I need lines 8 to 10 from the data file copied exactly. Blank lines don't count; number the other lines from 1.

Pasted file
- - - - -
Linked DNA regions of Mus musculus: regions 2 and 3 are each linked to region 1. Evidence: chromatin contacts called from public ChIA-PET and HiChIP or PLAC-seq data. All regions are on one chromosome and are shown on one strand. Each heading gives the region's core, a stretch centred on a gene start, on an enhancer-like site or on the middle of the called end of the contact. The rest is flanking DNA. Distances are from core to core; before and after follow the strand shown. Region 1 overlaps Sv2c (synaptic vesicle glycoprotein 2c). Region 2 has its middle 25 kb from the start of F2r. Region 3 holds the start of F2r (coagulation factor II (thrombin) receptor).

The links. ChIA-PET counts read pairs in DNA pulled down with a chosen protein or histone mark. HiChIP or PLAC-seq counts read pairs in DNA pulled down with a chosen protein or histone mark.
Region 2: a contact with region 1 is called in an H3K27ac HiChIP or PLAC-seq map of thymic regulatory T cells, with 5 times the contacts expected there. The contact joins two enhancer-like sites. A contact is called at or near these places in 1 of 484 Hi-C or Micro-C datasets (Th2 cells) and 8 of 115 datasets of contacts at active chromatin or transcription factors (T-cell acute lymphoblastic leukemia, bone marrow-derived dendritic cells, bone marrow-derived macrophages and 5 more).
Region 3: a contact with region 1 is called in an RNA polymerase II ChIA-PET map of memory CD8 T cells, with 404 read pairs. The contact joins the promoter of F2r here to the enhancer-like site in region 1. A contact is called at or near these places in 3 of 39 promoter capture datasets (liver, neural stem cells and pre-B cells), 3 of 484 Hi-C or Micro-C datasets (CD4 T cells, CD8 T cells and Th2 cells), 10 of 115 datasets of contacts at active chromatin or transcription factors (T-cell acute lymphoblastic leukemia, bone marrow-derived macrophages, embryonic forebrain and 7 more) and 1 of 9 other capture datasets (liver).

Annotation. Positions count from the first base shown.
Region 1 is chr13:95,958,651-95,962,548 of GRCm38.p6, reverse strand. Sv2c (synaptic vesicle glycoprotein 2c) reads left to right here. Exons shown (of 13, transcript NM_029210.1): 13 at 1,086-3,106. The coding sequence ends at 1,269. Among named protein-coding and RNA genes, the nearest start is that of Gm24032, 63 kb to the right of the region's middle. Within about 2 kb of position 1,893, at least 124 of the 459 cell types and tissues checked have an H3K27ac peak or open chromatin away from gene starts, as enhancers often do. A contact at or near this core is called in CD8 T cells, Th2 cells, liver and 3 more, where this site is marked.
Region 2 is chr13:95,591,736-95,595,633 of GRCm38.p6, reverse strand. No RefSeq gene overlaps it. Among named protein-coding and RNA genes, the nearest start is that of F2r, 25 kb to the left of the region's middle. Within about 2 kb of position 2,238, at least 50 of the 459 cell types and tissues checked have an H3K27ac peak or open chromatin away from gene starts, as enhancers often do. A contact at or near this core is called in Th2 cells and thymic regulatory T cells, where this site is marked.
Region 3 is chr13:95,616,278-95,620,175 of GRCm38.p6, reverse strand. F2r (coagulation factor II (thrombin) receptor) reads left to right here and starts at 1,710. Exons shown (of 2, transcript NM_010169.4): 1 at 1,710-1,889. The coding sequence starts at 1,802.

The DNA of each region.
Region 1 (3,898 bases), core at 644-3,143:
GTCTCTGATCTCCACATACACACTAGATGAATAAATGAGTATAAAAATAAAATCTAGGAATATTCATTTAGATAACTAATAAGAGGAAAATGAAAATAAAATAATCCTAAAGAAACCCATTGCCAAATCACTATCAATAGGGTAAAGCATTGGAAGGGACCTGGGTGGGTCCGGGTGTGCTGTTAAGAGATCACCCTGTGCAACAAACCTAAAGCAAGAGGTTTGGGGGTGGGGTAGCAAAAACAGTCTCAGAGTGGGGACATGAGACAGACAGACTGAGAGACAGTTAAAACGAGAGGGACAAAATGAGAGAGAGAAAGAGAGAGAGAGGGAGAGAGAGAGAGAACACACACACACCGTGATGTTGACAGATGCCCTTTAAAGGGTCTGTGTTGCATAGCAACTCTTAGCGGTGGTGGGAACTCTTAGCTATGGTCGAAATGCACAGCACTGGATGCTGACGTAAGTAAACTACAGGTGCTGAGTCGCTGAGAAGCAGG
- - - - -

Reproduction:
Region 3 is chr13:95,616,278-95,620,175 of GRCm38.p6, reverse strand. F2r (coagulation factor II (thrombin) receptor) reads left to right here and starts at 1,710. Exons shown (of 2, transcript NM_010169.4): 1 at 1,710-1,889. The coding sequence starts at 1,802.

The DNA of each region.
Region 1 (3,898 bases), core at 644-3,143: